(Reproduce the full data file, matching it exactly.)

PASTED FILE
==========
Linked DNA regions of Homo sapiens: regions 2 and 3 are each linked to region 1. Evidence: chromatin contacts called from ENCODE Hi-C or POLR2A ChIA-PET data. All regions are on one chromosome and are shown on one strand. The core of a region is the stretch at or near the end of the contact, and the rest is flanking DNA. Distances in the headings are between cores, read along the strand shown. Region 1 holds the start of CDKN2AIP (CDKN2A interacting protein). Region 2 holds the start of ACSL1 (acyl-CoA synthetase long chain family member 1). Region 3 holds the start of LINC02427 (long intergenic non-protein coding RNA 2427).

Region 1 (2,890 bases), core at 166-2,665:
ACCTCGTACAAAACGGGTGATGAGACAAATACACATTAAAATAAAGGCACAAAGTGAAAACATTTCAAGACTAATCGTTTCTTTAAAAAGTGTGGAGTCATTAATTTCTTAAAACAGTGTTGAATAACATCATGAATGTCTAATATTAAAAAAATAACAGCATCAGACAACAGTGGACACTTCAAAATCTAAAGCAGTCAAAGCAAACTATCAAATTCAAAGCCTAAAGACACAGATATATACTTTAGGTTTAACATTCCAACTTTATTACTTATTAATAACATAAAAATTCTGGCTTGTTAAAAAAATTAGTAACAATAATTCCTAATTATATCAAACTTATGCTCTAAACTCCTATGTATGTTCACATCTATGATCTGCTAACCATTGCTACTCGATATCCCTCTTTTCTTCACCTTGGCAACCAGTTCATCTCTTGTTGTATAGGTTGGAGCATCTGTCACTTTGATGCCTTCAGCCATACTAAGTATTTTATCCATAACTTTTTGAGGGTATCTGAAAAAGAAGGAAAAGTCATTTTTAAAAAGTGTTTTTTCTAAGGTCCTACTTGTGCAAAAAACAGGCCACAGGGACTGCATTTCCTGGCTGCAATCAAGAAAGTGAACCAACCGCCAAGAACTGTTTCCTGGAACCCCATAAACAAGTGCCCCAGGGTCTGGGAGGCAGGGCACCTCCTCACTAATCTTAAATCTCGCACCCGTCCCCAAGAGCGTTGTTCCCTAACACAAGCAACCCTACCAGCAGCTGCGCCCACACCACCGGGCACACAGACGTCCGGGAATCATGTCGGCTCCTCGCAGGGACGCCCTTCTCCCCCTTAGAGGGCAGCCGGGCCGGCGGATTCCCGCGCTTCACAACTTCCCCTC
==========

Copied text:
Linked DNA regions of Homo sapiens: regions 2 and 3 are each linked to region 1. Evidence: chromatin contacts called from ENCODE Hi-C or POLR2A ChIA-PET data. All regions are on one chromosome and are shown on one strand. The core of a region is the stretch at or near the end of the contact, and the rest is flanking DNA. Distances in the headings are between cores, read along the strand shown. Region 1 holds the start of CDKN2AIP (CDKN2A interacting protein). Region 2 holds the start of ACSL1 (acyl-CoA synthetase long chain family member 1). Region 3 holds the start of LINC02427 (long intergenic non-protein coding RNA 2427).

Region 1 (2,890 bases), core at 166-2,665:
ACCTCGTACAAAACGGGTGATGAGACAAATACACATTAAAATAAAGGCACAAAGTGAAAACATTTCAAGACTAATCGTTTCTTTAAAAAGTGTGGAGTCATTAATTTCTTAAAACAGTGTTGAATAACATCATGAATGTCTAATATTAAAAAAATAACAGCATCAGACAACAGTGGACACTTCAAAATCTAAAGCAGTCAAAGCAAACTATCAAATTCAAAGCCTAAAGACACAGATATATACTTTAGGTTTAACATTCCAACTTTATTACTTATTAATAACATAAAAATTCTGGCTTGTTAAAAAAATTAGTAACAATAATTCCTAATTATATCAAACTTATGCTCTAAACTCCTATGTATGTTCACATCTATGATCTGCTAACCATTGCTACTCGATATCCCTCTTTTCTTCACCTTGGCAACCAGTTCATCTCTTGTTGTATAGGTTGGAGCATCTGTCACTTTGATGCCTTCAGCCATACTAAGTATTTTATCCATAACTTTTTGAGGGTATCTGAAAAAGAAGGAAAAGTCATTTTTAAAAAGTGTTTTTTCTAAGGTCCTACTTGTGCAAAAAACAGGCCACAGGGACTGCATTTCCTGGCTGCAATCAAGAAAGTGAACCAACCGCCAAGAACTGTTTCCTGGAACCCCATAAACAAGTGCCCCAGGGTCTGGGAGGCAGGGCACCTCCTCACTAATCTTAAATCTCGCACCCGTCCCCAAGAGCGTTGTTCCCTAACACAAGCAACCCTACCAGCAGCTGCGCCCACACCACCGGGCACACAGACGTCCGGGAATCATGTCGGCTCCTCGCAGGGACGCCCTTCTCCCCCTTAGAGGGCAGCCGGGCCGGCGGATTCCCGCGCTTCACAACTTCCCCTC